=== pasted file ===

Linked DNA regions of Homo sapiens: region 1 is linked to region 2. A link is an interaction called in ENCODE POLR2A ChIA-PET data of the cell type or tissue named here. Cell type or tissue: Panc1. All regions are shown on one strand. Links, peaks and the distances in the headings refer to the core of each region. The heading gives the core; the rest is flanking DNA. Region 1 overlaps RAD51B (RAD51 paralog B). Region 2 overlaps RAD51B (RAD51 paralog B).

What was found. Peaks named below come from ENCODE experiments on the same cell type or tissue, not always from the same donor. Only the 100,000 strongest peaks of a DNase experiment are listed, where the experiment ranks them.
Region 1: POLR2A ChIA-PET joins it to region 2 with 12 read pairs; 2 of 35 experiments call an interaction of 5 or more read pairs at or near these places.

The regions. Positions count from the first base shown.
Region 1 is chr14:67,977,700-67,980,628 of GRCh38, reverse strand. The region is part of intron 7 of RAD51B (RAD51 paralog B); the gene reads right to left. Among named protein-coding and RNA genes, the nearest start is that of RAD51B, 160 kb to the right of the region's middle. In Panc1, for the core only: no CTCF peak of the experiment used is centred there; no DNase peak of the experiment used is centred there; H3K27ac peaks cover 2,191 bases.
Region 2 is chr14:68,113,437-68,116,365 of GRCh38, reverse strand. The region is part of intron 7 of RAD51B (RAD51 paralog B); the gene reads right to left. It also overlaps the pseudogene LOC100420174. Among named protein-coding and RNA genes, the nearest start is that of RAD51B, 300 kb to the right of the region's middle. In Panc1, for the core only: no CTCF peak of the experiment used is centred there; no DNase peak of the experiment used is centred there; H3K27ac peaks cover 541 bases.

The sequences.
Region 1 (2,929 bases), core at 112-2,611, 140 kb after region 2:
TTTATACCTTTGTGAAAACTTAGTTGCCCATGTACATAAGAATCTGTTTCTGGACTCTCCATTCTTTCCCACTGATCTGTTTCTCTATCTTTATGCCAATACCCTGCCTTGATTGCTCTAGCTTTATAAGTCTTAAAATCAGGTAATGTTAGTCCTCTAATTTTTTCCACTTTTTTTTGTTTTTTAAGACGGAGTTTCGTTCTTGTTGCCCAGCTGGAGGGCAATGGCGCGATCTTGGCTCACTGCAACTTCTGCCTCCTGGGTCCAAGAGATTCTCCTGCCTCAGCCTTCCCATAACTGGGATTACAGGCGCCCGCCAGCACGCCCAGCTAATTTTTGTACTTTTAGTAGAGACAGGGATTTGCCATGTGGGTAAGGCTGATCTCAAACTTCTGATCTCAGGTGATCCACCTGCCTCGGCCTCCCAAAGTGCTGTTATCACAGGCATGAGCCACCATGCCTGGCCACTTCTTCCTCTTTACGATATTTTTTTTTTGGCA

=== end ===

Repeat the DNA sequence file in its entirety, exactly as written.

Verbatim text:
Linked DNA regions of Homo sapiens: region 1 is linked to region 2. A link is an interaction called in ENCODE POLR2A ChIA-PET data of the cell type or tissue named here. Cell type or tissue: Panc1. All regions are shown on one strand. Links, peaks and the distances in the headings refer to the core of each region. The heading gives the core; the rest is flanking DNA. Region 1 overlaps RAD51B (RAD51 paralog B). Region 2 overlaps RAD51B (RAD51 paralog B).

What was found. Peaks named below come from ENCODE experiments on the same cell type or tissue, not always from the same donor. Only the 100,000 strongest peaks of a DNase experiment are listed, where the experiment ranks them.
Region 1: POLR2A ChIA-PET joins it to region 2 with 12 read pairs; 2 of 35 experiments call an interaction of 5 or more read pairs at or near these places.

The regions. Positions count from the first base shown.
Region 1 is chr14:67,977,700-67,980,628 of GRCh38, reverse strand. The region is part of intron 7 of RAD51B (RAD51 paralog B); the gene reads right to left. Among named protein-coding and RNA genes, the nearest start is that of RAD51B, 160 kb to the right of the region's middle. In Panc1, for the core only: no CTCF peak of the experiment used is centred there; no DNase peak of the experiment used is centred there; H3K27ac peaks cover 2,191 bases.
Region 2 is chr14:68,113,437-68,116,365 of GRCh38, reverse strand. The region is part of intron 7 of RAD51B (RAD51 paralog B); the gene reads right to left. It also overlaps the pseudogene LOC100420174. Among named protein-coding and RNA genes, the nearest start is that of RAD51B, 300 kb to the right of the region's middle. In Panc1, for the core only: no CTCF peak of the experiment used is centred there; no DNase peak of the experiment used is centred there; H3K27ac peaks cover 541 bases.

The sequences.
Region 1 (2,929 bases), core at 112-2,611, 140 kb after region 2:
TTTATACCTTTGTGAAAACTTAGTTGCCCATGTACATAAGAATCTGTTTCTGGACTCTCCATTCTTTCCCACTGATCTGTTTCTCTATCTTTATGCCAATACCCTGCCTTGATTGCTCTAGCTTTATAAGTCTTAAAATCAGGTAATGTTAGTCCTCTAATTTTTTCCACTTTTTTTTGTTTTTTAAGACGGAGTTTCGTTCTTGTTGCCCAGCTGGAGGGCAATGGCGCGATCTTGGCTCACTGCAACTTCTGCCTCCTGGGTCCAAGAGATTCTCCTGCCTCAGCCTTCCCATAACTGGGATTACAGGCGCCCGCCAGCACGCCCAGCTAATTTTTGTACTTTTAGTAGAGACAGGGATTTGCCATGTGGGTAAGGCTGATCTCAAACTTCTGATCTCAGGTGATCCACCTGCCTCGGCCTCCCAAAGTGCTGTTATCACAGGCATGAGCCACCATGCCTGGCCACTTCTTCCTCTTTACGATATTTTTTTTTTGGCA